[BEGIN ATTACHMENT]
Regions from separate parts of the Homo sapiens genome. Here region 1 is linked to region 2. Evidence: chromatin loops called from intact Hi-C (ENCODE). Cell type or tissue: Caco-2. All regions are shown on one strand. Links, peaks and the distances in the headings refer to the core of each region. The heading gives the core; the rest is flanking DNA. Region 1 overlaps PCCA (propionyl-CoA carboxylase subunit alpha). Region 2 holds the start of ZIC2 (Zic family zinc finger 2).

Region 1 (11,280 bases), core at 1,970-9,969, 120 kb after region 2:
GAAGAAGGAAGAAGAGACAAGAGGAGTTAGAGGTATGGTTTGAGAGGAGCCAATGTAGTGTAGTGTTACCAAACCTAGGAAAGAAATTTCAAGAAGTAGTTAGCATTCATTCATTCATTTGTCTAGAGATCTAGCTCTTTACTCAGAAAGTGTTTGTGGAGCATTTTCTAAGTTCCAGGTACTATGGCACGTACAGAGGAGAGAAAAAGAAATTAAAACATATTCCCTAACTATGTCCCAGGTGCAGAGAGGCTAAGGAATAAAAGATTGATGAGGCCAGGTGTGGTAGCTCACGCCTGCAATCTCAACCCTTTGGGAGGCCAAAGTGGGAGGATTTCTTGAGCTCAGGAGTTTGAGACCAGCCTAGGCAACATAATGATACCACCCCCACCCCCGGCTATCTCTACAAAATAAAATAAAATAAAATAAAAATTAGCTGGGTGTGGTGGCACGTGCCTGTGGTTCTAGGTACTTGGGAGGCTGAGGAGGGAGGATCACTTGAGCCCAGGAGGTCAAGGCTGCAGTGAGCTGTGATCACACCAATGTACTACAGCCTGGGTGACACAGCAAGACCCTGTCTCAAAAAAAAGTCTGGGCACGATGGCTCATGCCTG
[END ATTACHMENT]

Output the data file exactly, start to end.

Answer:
Regions from separate parts of the Homo sapiens genome. Here region 1 is linked to region 2. Evidence: chromatin loops called from intact Hi-C (ENCODE). Cell type or tissue: Caco-2. All regions are shown on one strand. Links, peaks and the distances in the headings refer to the core of each region. The heading gives the core; the rest is flanking DNA. Region 1 overlaps PCCA (propionyl-CoA carboxylase subunit alpha). Region 2 holds the start of ZIC2 (Zic family zinc finger 2).

Region 1 (11,280 bases), core at 1,970-9,969, 120 kb after region 2:
GAAGAAGGAAGAAGAGACAAGAGGAGTTAGAGGTATGGTTTGAGAGGAGCCAATGTAGTGTAGTGTTACCAAACCTAGGAAAGAAATTTCAAGAAGTAGTTAGCATTCATTCATTCATTTGTCTAGAGATCTAGCTCTTTACTCAGAAAGTGTTTGTGGAGCATTTTCTAAGTTCCAGGTACTATGGCACGTACAGAGGAGAGAAAAAGAAATTAAAACATATTCCCTAACTATGTCCCAGGTGCAGAGAGGCTAAGGAATAAAAGATTGATGAGGCCAGGTGTGGTAGCTCACGCCTGCAATCTCAACCCTTTGGGAGGCCAAAGTGGGAGGATTTCTTGAGCTCAGGAGTTTGAGACCAGCCTAGGCAACATAATGATACCACCCCCACCCCCGGCTATCTCTACAAAATAAAATAAAATAAAATAAAAATTAGCTGGGTGTGGTGGCACGTGCCTGTGGTTCTAGGTACTTGGGAGGCTGAGGAGGGAGGATCACTTGAGCCCAGGAGGTCAAGGCTGCAGTGAGCTGTGATCACACCAATGTACTACAGCCTGGGTGACACAGCAAGACCCTGTCTCAAAAAAAAGTCTGGGCACGATGGCTCATGCCTG